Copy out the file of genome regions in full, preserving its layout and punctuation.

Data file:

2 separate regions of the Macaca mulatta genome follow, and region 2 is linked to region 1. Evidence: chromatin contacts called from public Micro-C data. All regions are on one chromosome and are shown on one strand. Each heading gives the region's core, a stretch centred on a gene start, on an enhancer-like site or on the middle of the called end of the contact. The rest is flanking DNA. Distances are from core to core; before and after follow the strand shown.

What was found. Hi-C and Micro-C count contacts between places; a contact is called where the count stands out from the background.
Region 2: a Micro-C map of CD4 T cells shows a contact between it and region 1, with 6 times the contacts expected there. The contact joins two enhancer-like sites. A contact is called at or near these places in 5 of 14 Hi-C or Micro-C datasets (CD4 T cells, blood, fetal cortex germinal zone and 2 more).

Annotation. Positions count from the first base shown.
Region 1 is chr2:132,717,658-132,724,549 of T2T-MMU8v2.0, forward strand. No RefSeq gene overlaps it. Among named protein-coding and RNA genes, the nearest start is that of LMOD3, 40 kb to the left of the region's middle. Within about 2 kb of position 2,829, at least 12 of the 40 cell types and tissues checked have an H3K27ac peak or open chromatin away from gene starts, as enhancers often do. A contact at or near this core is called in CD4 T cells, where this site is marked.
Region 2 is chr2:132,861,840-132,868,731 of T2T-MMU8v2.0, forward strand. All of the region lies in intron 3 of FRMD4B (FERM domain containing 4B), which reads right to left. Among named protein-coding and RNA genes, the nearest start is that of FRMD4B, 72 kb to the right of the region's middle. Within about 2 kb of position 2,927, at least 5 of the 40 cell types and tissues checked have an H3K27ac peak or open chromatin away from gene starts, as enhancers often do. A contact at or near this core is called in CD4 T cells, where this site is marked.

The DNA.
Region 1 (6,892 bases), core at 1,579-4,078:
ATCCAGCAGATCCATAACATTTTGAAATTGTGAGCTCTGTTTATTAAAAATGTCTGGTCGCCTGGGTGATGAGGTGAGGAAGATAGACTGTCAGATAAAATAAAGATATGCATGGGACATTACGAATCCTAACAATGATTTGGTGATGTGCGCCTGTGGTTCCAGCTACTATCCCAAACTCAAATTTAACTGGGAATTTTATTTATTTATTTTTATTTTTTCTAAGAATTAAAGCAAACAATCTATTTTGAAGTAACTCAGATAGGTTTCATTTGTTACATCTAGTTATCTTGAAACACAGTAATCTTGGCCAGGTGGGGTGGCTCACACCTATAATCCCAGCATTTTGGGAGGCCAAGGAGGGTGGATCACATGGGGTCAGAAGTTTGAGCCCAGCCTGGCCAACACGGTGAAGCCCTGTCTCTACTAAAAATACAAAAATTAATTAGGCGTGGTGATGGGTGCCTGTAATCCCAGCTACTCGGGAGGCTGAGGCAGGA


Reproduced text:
2 separate regions of the Macaca mulatta genome follow, and region 2 is linked to region 1. Evidence: chromatin contacts called from public Micro-C data. All regions are on one chromosome and are shown on one strand. Each heading gives the region's core, a stretch centred on a gene start, on an enhancer-like site or on the middle of the called end of the contact. The rest is flanking DNA. Distances are from core to core; before and after follow the strand shown.

What was found. Hi-C and Micro-C count contacts between places; a contact is called where the count stands out from the background.
Region 2: a Micro-C map of CD4 T cells shows a contact between it and region 1, with 6 times the contacts expected there. The contact joins two enhancer-like sites. A contact is called at or near these places in 5 of 14 Hi-C or Micro-C datasets (CD4 T cells, blood, fetal cortex germinal zone and 2 more).

Annotation. Positions count from the first base shown.
Region 1 is chr2:132,717,658-132,724,549 of T2T-MMU8v2.0, forward strand. No RefSeq gene overlaps it. Among named protein-coding and RNA genes, the nearest start is that of LMOD3, 40 kb to the left of the region's middle. Within about 2 kb of position 2,829, at least 12 of the 40 cell types and tissues checked have an H3K27ac peak or open chromatin away from gene starts, as enhancers often do. A contact at or near this core is called in CD4 T cells, where this site is marked.
Region 2 is chr2:132,861,840-132,868,731 of T2T-MMU8v2.0, forward strand. All of the region lies in intron 3 of FRMD4B (FERM domain containing 4B), which reads right to left. Among named protein-coding and RNA genes, the nearest start is that of FRMD4B, 72 kb to the right of the region's middle. Within about 2 kb of position 2,927, at least 5 of the 40 cell types and tissues checked have an H3K27ac peak or open chromatin away from gene starts, as enhancers often do. A contact at or near this core is called in CD4 T cells, where this site is marked.

The DNA.
Region 1 (6,892 bases), core at 1,579-4,078:
ATCCAGCAGATCCATAACATTTTGAAATTGTGAGCTCTGTTTATTAAAAATGTCTGGTCGCCTGGGTGATGAGGTGAGGAAGATAGACTGTCAGATAAAATAAAGATATGCATGGGACATTACGAATCCTAACAATGATTTGGTGATGTGCGCCTGTGGTTCCAGCTACTATCCCAAACTCAAATTTAACTGGGAATTTTATTTATTTATTTTTATTTTTTCTAAGAATTAAAGCAAACAATCTATTTTGAAGTAACTCAGATAGGTTTCATTTGTTACATCTAGTTATCTTGAAACACAGTAATCTTGGCCAGGTGGGGTGGCTCACACCTATAATCCCAGCATTTTGGGAGGCCAAGGAGGGTGGATCACATGGGGTCAGAAGTTTGAGCCCAGCCTGGCCAACACGGTGAAGCCCTGTCTCTACTAAAAATACAAAAATTAATTAGGCGTGGTGATGGGTGCCTGTAATCCCAGCTACTCGGGAGGCTGAGGCAGGA